SEC staff guidance under the current advertising and cash
solicitation rules, the SEC expects to nullify or withdraw all
related no-action letters and other staff guidance, or portions
thereof, as of this compliance date.

The Marketing Rule

The current advertising rule establishes four per se
prohibitions on practices that, at the time of enactment, appeared
likely to mislead investors. Specifically, these prohibitions cover
the use of the following: 

  1. client testimonials related to an adviser or its services;

  2. direct and indirect references to specific investment
    recommendations;

  3. representations that any chart, graph or other device can,
    alone, be used to determine which securities to buy or sell;
    and

  4. representations that services are free of charge, unless the
    services are free of charge and all other conditions and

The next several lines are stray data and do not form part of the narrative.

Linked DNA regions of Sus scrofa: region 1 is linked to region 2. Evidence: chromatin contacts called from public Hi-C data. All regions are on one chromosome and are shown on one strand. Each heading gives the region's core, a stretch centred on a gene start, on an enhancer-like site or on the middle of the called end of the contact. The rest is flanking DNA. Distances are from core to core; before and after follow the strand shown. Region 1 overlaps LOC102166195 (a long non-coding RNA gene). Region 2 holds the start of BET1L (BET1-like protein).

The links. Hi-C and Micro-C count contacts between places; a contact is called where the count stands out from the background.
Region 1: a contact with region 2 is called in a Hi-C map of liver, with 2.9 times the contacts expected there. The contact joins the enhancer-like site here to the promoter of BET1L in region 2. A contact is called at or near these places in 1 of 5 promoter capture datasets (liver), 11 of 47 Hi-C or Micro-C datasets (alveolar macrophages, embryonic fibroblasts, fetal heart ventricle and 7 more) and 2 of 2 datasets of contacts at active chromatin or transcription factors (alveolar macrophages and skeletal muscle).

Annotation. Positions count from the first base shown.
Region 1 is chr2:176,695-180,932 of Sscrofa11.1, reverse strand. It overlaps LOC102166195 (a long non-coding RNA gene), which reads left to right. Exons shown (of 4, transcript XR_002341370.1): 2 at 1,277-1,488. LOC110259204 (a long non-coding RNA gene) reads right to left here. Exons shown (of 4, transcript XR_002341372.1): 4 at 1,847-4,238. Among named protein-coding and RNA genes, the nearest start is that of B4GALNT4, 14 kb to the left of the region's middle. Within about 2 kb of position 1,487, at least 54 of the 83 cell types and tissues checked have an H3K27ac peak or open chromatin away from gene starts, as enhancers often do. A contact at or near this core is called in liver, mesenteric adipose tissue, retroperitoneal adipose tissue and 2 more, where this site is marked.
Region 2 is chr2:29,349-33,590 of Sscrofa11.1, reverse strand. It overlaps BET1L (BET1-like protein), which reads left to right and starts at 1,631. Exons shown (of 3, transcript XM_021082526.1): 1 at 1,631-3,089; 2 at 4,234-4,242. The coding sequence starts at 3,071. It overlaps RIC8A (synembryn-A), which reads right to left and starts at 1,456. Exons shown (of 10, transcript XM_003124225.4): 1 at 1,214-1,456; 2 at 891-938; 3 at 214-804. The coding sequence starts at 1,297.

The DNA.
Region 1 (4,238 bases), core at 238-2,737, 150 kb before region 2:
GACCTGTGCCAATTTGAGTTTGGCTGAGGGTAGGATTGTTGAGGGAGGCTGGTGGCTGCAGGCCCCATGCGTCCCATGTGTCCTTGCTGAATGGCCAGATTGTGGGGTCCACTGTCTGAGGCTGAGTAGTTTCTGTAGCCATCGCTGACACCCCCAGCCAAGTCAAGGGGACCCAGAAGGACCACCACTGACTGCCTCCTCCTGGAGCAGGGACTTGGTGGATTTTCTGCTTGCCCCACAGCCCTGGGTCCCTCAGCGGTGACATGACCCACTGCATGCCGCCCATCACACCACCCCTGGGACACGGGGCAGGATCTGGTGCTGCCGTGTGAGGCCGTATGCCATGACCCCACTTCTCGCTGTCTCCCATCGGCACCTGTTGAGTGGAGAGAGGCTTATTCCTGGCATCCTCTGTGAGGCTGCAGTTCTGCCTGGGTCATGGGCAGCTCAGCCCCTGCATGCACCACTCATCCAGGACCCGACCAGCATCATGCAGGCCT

obligations

As investment advisory services have evolved, the SEC believes
that these prohibitions have become both over- and under-inclusive
because they do not reflect the way advisers and investors
currently communicate; do not address new ways in which current
communication channels can mislead (even inadvertently); and
underestimate the value of certain types of communication. 
Accordingly, the Marketing Rule will abandon these per se
prohibitions in favor of a robust and more adaptable
principles-based approach, which seeks to minimize the potential
for fraudulent or misleading conduct.  In addition, the
Marketing Rule will provide conditions for the use of testimonials,
endorsements, third party ratings, and certain performance
presentations, and make harmonizing updates to Form ADV and Rule
204-2 under the Investment Advisers Act (the “books and
records rule”). Specifically, the Marketing Rule will do the